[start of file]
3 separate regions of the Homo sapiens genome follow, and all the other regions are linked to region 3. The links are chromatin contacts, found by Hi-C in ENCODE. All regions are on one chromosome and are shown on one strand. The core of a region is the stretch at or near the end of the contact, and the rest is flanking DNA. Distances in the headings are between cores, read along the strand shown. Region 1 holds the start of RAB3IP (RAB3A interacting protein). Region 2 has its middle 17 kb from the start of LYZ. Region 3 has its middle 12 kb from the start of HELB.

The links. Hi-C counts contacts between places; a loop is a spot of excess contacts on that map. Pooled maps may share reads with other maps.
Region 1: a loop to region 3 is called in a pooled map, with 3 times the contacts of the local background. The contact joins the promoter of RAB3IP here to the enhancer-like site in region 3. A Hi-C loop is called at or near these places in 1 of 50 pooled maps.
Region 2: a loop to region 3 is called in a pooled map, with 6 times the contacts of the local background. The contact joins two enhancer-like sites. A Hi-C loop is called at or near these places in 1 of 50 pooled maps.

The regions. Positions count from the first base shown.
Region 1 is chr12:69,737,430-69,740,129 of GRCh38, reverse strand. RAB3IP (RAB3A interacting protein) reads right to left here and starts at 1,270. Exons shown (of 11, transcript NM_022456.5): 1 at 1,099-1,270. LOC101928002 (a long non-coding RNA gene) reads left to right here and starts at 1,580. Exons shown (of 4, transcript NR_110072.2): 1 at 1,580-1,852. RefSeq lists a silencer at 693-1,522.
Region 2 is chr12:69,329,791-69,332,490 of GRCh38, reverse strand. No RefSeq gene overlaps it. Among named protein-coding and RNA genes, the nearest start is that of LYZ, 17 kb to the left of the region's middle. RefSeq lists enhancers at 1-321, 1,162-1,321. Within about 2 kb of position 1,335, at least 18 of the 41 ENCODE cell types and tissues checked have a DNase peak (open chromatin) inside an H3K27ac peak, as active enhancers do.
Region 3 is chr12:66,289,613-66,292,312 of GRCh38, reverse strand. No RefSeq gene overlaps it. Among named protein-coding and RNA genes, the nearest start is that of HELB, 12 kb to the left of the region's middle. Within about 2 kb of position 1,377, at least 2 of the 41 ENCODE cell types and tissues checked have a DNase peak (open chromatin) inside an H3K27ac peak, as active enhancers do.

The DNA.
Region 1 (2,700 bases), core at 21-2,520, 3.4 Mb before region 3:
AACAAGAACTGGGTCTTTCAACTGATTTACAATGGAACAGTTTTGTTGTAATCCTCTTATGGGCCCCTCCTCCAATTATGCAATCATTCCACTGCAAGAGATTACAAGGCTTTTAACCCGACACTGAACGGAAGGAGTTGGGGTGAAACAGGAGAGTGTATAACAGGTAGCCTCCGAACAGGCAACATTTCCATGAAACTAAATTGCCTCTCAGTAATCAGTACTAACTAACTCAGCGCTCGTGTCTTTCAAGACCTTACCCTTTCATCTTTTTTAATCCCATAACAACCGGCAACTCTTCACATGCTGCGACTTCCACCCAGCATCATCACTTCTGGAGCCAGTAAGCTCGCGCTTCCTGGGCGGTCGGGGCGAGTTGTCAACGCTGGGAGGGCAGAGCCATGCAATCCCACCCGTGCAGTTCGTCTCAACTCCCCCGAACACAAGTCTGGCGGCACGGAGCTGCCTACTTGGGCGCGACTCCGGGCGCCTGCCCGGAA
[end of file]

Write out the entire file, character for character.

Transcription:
3 separate regions of the Homo sapiens genome follow, and all the other regions are linked to region 3. The links are chromatin contacts, found by Hi-C in ENCODE. All regions are on one chromosome and are shown on one strand. The core of a region is the stretch at or near the end of the contact, and the rest is flanking DNA. Distances in the headings are between cores, read along the strand shown. Region 1 holds the start of RAB3IP (RAB3A interacting protein). Region 2 has its middle 17 kb from the start of LYZ. Region 3 has its middle 12 kb from the start of HELB.

The links. Hi-C counts contacts between places; a loop is a spot of excess contacts on that map. Pooled maps may share reads with other maps.
Region 1: a loop to region 3 is called in a pooled map, with 3 times the contacts of the local background. The contact joins the promoter of RAB3IP here to the enhancer-like site in region 3. A Hi-C loop is called at or near these places in 1 of 50 pooled maps.
Region 2: a loop to region 3 is called in a pooled map, with 6 times the contacts of the local background. The contact joins two enhancer-like sites. A Hi-C loop is called at or near these places in 1 of 50 pooled maps.

The regions. Positions count from the first base shown.
Region 1 is chr12:69,737,430-69,740,129 of GRCh38, reverse strand. RAB3IP (RAB3A interacting protein) reads right to left here and starts at 1,270. Exons shown (of 11, transcript NM_022456.5): 1 at 1,099-1,270. LOC101928002 (a long non-coding RNA gene) reads left to right here and starts at 1,580. Exons shown (of 4, transcript NR_110072.2): 1 at 1,580-1,852. RefSeq lists a silencer at 693-1,522.
Region 2 is chr12:69,329,791-69,332,490 of GRCh38, reverse strand. No RefSeq gene overlaps it. Among named protein-coding and RNA genes, the nearest start is that of LYZ, 17 kb to the left of the region's middle. RefSeq lists enhancers at 1-321, 1,162-1,321. Within about 2 kb of position 1,335, at least 18 of the 41 ENCODE cell types and tissues checked have a DNase peak (open chromatin) inside an H3K27ac peak, as active enhancers do.
Region 3 is chr12:66,289,613-66,292,312 of GRCh38, reverse strand. No RefSeq gene overlaps it. Among named protein-coding and RNA genes, the nearest start is that of HELB, 12 kb to the left of the region's middle. Within about 2 kb of position 1,377, at least 2 of the 41 ENCODE cell types and tissues checked have a DNase peak (open chromatin) inside an H3K27ac peak, as active enhancers do.

The DNA.
Region 1 (2,700 bases), core at 21-2,520, 3.4 Mb before region 3:
AACAAGAACTGGGTCTTTCAACTGATTTACAATGGAACAGTTTTGTTGTAATCCTCTTATGGGCCCCTCCTCCAATTATGCAATCATTCCACTGCAAGAGATTACAAGGCTTTTAACCCGACACTGAACGGAAGGAGTTGGGGTGAAACAGGAGAGTGTATAACAGGTAGCCTCCGAACAGGCAACATTTCCATGAAACTAAATTGCCTCTCAGTAATCAGTACTAACTAACTCAGCGCTCGTGTCTTTCAAGACCTTACCCTTTCATCTTTTTTAATCCCATAACAACCGGCAACTCTTCACATGCTGCGACTTCCACCCAGCATCATCACTTCTGGAGCCAGTAAGCTCGCGCTTCCTGGGCGGTCGGGGCGAGTTGTCAACGCTGGGAGGGCAGAGCCATGCAATCCCACCCGTGCAGTTCGTCTCAACTCCCCCGAACACAAGTCTGGCGGCACGGAGCTGCCTACTTGGGCGCGACTCCGGGCGCCTGCCCGGAA